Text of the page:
Whatever the case, when Lu went down for her nap yesterday, I didn’t have the desire to flip through my ridiculously long Netflix Instant queue. Instead, I wanted to watch Rambo: First Blood II. I got a great deal on the Rambo Blu-ray set a while ago which reintroduced me to the fantastic original film, but also the whole franchise which I realized I have a lot of fond memories of.
As I noted after watching First Blood, the Rambo I really remember from my childhood — the shirtless guy with black pants, a headband and a bazooka — actually came from this sequel. The film finds Rambo’s one time commanding officer Col. Samuel Trautman (Richard Crenna) approaching the imprisoned one man army corps (Sylvester Stallone, of course) with a special offer: help us with a mission in the jungles of Vietnam and get a Get Out Of Jail Free Card. Rambo takes the deal and nearly completes the mission before getting burned by the guy who’s really in charge, Marshall Murdock (Charlies Napier). With that, Rambo gets captured and tortured, but thankfully has a friend on the outside in Co (Julia Nickson) who helps him escape, a move that unleashes Rambo’s mighty vengeance on his captors and, eventually, his betrayers.
The film includes all the bigtime action you’d expect with explosions, arrows through bad guys and even the perfect synergy of both: exploding arrows. But, what struck me once again about a Rambo movie is the fact that Stallone portrays this character with a depth and sadness that my younger self couldn’t understand. This is a guy who was trained to kill and he’s great at it. Now he’s in the real world and he can’t catch a break. A sheriff thinks he doesn’t look right and tries kicking him out of town. A shady military guy dangles freedom in front of him and leaves him high and dry. For him, the war is never over and he’ll probably never get to win, this time or any other. Sure, you can watch this movie and enjoy the aforementioned explosions, but there’s more going on which I can appreciate these days.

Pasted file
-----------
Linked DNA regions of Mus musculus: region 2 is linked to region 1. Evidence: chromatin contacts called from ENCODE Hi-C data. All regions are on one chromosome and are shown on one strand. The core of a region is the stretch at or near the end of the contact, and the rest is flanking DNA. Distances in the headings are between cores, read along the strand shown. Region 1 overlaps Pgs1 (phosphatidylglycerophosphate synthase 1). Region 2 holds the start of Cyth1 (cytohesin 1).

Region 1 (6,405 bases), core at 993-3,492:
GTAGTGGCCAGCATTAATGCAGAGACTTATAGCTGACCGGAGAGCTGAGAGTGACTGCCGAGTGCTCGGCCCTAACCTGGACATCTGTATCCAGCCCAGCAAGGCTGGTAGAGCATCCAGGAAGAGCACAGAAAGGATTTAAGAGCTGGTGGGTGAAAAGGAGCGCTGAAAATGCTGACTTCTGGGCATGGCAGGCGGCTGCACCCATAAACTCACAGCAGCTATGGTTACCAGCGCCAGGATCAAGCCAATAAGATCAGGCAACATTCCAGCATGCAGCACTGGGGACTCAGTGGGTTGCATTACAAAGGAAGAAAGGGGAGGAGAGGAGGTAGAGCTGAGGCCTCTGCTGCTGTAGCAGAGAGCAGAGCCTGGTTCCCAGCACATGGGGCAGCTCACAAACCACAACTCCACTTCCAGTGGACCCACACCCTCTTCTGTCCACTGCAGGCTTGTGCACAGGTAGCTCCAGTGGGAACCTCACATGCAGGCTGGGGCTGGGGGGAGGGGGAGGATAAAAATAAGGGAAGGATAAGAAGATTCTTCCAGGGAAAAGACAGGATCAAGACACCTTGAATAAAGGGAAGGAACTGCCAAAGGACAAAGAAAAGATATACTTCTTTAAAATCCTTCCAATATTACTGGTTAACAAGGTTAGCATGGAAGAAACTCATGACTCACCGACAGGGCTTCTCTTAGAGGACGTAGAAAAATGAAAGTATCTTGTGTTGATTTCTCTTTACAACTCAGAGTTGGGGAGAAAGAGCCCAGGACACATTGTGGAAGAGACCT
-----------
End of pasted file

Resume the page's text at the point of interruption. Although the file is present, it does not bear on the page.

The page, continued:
One layer of Rambo I noticed that was completely unintended, though, is its similarity to Predator. Rather, since the latter came out two years after the former, Predator‘s similarity to Rambo. Both movies feature an incredibly well-trained person going into a jungle to do a job, getting betrayed or lied to and going up against an unforeseen challenge that takes all their skills to defeat. For Rambo it’s an army of Vietnamese baddies, for Arnold Schwarzenegger’s Dutch, it’s an alien hunter with crazy weapons. Both movies also include a strong female character who plays an important part in the proceedings, a general lack of shirts in the end, super cool “preparing for battle” montages (a favorite genre trope of mine) and even similar dudes-holding-guns posters.